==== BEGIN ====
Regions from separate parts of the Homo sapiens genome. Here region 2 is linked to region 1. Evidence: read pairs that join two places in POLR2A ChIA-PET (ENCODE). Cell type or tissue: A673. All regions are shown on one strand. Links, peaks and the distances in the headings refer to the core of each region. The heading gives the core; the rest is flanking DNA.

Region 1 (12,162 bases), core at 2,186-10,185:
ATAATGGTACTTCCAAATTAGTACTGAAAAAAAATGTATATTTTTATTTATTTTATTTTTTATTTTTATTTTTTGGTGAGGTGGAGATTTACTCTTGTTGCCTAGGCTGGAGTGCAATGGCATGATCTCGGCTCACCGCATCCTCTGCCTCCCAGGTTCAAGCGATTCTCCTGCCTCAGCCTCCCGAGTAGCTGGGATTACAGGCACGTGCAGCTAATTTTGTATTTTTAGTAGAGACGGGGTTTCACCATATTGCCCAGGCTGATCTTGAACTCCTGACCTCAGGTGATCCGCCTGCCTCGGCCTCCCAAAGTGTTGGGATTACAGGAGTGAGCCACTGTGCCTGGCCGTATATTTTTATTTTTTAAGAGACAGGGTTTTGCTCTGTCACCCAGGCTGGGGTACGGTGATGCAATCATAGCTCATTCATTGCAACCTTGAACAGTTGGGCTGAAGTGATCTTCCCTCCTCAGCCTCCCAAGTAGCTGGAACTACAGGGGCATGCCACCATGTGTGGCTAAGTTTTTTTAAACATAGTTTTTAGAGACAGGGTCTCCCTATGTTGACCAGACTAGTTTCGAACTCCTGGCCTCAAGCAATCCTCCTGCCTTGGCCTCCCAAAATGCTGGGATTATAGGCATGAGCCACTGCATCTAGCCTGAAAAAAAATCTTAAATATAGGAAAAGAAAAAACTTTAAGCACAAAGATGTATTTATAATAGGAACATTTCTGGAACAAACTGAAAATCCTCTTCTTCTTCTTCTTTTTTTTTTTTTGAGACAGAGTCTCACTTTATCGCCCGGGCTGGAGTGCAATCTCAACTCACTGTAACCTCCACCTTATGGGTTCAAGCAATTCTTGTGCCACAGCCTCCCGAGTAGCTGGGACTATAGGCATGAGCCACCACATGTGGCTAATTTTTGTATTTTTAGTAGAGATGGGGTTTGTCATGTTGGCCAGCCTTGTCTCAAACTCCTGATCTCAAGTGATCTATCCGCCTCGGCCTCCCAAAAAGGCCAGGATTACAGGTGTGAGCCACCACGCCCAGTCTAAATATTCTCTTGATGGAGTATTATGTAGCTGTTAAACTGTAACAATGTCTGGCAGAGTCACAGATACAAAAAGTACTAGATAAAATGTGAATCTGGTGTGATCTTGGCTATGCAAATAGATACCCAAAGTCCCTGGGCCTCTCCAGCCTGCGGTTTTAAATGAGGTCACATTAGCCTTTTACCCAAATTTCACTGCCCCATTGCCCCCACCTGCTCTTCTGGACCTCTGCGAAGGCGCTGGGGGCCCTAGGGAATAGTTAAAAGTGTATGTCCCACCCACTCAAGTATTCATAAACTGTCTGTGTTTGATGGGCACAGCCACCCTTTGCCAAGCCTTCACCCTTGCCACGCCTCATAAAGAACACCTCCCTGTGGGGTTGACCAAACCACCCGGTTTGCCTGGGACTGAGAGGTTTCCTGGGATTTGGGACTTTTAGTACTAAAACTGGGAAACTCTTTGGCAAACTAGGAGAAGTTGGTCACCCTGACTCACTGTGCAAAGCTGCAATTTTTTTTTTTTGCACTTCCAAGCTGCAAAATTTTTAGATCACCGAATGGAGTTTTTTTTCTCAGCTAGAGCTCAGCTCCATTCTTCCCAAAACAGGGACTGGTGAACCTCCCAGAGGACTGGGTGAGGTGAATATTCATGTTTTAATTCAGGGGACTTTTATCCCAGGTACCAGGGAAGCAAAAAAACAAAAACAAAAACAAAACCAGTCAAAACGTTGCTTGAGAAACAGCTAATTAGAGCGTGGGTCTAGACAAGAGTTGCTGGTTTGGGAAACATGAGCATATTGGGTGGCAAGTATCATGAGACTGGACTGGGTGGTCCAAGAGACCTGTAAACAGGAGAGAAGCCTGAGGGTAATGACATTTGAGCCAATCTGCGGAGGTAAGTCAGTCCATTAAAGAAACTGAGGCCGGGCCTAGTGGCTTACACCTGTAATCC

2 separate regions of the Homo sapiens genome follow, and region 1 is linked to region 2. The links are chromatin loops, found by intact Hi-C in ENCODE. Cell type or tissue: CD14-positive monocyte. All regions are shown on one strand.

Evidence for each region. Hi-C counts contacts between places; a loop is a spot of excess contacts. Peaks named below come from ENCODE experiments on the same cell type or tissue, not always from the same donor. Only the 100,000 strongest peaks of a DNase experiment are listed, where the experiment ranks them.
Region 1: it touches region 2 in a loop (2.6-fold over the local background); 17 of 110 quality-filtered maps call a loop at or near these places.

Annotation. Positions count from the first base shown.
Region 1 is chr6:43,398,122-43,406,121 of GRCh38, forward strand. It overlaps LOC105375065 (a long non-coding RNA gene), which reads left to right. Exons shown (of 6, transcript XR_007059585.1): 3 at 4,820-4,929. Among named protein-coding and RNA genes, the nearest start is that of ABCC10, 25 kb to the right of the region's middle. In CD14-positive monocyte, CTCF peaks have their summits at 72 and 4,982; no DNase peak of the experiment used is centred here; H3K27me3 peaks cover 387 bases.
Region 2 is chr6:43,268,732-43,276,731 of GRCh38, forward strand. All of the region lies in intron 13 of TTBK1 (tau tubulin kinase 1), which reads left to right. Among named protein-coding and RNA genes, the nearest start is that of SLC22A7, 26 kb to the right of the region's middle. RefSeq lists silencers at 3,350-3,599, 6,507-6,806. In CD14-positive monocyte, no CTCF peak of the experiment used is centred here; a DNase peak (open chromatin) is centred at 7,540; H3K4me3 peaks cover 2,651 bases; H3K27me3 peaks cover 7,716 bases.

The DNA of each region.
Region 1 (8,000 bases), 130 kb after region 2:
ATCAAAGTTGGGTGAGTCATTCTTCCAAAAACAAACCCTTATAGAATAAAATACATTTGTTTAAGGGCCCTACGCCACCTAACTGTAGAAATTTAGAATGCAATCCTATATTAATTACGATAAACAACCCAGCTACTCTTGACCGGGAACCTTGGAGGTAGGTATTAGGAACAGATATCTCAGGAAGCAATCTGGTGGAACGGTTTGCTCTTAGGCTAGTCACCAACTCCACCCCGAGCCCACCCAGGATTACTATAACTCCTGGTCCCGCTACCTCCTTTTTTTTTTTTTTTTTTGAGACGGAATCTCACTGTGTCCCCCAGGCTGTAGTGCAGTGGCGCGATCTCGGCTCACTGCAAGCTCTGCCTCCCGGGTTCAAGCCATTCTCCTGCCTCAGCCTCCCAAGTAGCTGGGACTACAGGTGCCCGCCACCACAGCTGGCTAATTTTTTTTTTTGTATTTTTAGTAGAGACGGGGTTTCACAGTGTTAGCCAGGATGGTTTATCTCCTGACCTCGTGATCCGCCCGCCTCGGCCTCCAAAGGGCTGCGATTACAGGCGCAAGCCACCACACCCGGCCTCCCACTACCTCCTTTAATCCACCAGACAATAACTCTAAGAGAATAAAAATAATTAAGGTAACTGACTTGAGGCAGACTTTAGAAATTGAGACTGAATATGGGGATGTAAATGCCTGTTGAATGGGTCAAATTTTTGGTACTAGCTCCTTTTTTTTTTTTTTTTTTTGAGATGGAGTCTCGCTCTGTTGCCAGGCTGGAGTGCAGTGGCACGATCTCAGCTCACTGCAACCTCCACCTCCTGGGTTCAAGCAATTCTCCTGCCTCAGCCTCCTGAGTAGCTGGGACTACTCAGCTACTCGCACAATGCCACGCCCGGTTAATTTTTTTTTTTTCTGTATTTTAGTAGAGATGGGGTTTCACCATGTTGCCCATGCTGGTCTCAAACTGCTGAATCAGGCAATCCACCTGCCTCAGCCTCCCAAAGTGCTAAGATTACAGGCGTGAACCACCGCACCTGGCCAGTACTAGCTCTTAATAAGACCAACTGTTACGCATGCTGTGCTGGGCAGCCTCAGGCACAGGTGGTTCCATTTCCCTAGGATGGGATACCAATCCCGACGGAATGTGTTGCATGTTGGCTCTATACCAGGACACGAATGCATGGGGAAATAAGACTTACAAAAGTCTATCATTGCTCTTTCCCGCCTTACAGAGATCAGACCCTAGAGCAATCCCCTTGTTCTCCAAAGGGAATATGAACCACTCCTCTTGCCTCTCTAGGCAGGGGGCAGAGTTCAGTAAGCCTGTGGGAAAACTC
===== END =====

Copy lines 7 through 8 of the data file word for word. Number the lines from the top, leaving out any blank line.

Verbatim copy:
Annotation. Positions count from the first base shown.
Region 1 is chr6:43,398,122-43,406,121 of GRCh38, forward strand. It overlaps LOC105375065 (a long non-coding RNA gene), which reads left to right. Exons shown (of 6, transcript XR_007059585.1): 3 at 4,820-4,929. Among named protein-coding and RNA genes, the nearest start is that of ABCC10, 25 kb to the right of the region's middle. In CD14-positive monocyte, CTCF peaks have their summits at 72 and 4,982; no DNase peak of the experiment used is centred here; H3K27me3 peaks cover 387 bases.